Young women and breast cancer: What you need to know
Why do young women get breast cancer?
When it comes to breast cancer, “young” usually means anyone younger than 40 years old. Breast cancer is less common among women in this age group. In the United States, about 5 percent of all breast cancer cases occurs in women under age 40. (American Cancer Society, Breast Cancer Facts & Figures 2009-2010.)
Women who are diagnosed at a younger age are more likely to have a mutated BRCA1 or BRCA2 gene. Women who carry defects on either of these genes are at greater risk of developing breast and ovarian cancer. If a woman carries a mutated BRCA1 or BRCA2 gene, she may have a 30 to 85 percent chance of developing breast cancer in her lifetime. In addition, having a mother, father, daughter or sister with breast cancer also increases a young woman’s risk of developing breast cancer. So while the risk of breast cancer is generally much lower for young women, there is still a high risk for some.
Tell your doctor if you notice any change in your breasts.
If you are concerned about your genetic risk, ask your doctor to refer you to a genetic counselor who will discuss in detail what your risk may be. You can talk with your health care provider about genetic testing, screening tests, like MRI, or risk reduction options that might be right for you.
Diagnosing breast cancer in young women can be more difficult because their breast tissue is often denser than the breast tissue of older women. By the time a lump can be felt in a young woman, it is often large enough and advanced enough to lower her chances of survival. In addition, the cancer may be more aggressive and less responsive to hormone therapies. Delayed diagnosis in young women is a problem. Because it is rare for a young woman to get the disease, they are often told to wait and watch a lump. Tell your doctor if you notice any change in your breasts, and think about getting a second opinion if you are not satisfied with his or her advice.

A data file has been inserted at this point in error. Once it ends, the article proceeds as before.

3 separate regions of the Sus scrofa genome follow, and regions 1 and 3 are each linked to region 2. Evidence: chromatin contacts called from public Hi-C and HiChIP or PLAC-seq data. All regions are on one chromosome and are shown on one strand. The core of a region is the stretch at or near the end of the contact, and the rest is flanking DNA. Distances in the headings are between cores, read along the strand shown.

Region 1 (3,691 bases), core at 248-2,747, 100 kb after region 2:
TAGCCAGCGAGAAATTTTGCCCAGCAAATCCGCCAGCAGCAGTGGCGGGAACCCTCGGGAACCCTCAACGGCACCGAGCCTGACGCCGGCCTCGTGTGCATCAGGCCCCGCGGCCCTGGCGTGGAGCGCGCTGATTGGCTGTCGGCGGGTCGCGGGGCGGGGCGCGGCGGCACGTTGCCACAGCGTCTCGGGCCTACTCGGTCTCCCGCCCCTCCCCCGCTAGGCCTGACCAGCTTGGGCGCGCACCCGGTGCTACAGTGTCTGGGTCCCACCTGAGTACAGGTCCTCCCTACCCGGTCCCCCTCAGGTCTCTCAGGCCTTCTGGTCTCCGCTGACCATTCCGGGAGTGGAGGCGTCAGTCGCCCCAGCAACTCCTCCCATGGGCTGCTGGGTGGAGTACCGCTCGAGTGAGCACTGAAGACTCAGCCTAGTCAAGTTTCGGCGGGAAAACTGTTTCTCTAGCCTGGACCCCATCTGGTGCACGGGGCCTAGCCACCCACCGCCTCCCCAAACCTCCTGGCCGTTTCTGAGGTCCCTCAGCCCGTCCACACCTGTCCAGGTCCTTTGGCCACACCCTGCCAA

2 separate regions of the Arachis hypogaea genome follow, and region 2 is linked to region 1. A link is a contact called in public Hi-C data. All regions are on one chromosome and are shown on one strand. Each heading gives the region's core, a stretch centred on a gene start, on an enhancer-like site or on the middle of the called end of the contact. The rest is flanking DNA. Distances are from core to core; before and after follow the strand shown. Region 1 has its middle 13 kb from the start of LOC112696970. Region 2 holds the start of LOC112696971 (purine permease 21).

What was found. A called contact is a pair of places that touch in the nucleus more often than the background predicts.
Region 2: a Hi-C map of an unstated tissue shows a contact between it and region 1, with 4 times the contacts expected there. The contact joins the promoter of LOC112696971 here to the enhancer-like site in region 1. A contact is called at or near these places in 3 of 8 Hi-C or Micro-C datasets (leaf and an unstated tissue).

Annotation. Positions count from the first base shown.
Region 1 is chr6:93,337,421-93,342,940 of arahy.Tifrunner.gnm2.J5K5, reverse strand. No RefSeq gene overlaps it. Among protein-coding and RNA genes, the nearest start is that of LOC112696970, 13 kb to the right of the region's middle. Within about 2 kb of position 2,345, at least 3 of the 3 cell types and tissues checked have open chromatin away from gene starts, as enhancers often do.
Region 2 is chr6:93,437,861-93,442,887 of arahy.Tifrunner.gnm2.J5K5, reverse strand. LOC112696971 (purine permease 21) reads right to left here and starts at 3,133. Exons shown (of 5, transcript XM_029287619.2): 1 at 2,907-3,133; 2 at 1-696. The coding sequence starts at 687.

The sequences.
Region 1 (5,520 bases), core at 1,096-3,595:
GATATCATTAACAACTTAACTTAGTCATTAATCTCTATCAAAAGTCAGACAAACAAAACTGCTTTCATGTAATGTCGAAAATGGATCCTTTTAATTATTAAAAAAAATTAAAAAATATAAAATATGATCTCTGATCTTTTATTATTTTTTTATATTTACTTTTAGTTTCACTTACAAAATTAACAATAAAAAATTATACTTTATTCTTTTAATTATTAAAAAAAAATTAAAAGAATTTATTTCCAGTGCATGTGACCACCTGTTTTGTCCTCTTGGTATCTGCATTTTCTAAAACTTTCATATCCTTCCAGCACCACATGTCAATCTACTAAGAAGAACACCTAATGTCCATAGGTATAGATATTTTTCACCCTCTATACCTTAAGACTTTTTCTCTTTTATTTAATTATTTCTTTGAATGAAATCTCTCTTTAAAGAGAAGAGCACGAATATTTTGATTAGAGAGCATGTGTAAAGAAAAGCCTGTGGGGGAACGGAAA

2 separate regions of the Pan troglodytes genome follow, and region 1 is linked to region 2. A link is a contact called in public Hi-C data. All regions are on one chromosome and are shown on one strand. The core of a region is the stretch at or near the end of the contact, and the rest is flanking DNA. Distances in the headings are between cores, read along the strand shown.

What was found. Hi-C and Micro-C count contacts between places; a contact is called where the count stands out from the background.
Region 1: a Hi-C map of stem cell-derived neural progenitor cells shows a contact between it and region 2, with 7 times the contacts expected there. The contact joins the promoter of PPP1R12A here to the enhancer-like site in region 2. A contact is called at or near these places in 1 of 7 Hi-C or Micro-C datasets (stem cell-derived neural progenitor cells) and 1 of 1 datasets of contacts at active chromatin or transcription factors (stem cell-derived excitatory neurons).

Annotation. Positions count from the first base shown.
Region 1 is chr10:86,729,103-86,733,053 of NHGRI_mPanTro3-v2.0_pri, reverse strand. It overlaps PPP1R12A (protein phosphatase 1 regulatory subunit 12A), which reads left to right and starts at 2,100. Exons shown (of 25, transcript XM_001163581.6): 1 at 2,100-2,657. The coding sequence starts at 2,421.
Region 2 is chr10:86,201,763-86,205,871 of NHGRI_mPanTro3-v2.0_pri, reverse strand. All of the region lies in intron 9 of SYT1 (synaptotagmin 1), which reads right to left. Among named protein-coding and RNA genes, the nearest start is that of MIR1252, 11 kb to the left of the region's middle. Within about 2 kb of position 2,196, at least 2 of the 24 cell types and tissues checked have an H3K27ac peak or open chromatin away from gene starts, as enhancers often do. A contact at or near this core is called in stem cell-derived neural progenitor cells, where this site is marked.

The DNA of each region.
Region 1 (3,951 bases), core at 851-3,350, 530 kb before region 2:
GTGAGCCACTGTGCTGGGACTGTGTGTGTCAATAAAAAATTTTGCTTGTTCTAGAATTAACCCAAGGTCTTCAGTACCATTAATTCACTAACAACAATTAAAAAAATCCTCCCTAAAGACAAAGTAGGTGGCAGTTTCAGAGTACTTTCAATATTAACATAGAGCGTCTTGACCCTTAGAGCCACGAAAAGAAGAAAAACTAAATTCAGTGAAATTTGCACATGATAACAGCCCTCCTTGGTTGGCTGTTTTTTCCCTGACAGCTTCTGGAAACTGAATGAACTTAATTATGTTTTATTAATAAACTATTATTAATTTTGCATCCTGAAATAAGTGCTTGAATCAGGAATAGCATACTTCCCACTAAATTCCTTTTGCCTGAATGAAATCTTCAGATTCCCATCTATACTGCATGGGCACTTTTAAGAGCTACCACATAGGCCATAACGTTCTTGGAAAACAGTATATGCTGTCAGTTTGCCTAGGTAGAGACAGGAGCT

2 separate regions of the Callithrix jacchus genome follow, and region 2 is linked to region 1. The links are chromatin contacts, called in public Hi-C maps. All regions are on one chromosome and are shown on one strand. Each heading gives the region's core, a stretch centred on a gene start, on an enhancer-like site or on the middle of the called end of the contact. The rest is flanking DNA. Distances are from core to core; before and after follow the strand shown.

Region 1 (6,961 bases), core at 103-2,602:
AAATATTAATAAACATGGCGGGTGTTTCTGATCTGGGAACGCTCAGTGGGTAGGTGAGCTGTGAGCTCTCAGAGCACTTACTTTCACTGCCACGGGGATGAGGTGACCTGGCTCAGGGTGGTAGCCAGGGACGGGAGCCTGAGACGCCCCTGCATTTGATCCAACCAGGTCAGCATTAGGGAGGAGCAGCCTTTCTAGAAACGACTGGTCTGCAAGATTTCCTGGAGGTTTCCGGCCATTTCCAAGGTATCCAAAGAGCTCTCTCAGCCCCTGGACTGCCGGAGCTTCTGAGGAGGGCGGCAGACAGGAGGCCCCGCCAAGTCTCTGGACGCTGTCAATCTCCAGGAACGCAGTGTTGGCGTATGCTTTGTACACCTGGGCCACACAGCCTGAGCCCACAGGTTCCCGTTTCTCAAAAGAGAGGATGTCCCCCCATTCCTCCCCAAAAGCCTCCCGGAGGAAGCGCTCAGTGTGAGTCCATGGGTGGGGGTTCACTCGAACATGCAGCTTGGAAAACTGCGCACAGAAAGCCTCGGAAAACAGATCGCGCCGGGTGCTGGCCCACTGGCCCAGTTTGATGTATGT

A helpful tip for young women
Clinical breast exams are recommended for all women beginning at the age of 20, at least every three years, or every year if you are age 40 or over. If you are under age 40 with a family history or other risk factors you should talk with your health care provider about risk assessment, when to start getting mammograms or other imaging tests and how often to have them.
It is important to know how your breasts normally look and feel. See your health care provider if you notice any of these breast changes:
- Lump, hard knot or thickening inside the breast or underarm area
- Swelling, warmth, redness or darkening of the breast
- Change in the size or shape of the breast
- Dimpling or puckering of the skin
- Itchy, scaly sore or rash on the nipple
- Pulling in of your nipple or other parts of the breast
- Nipple discharge that starts suddenly
- New pain in one spot that doesn’t go away
Information courtesy of Susan G. Komen for the Cure®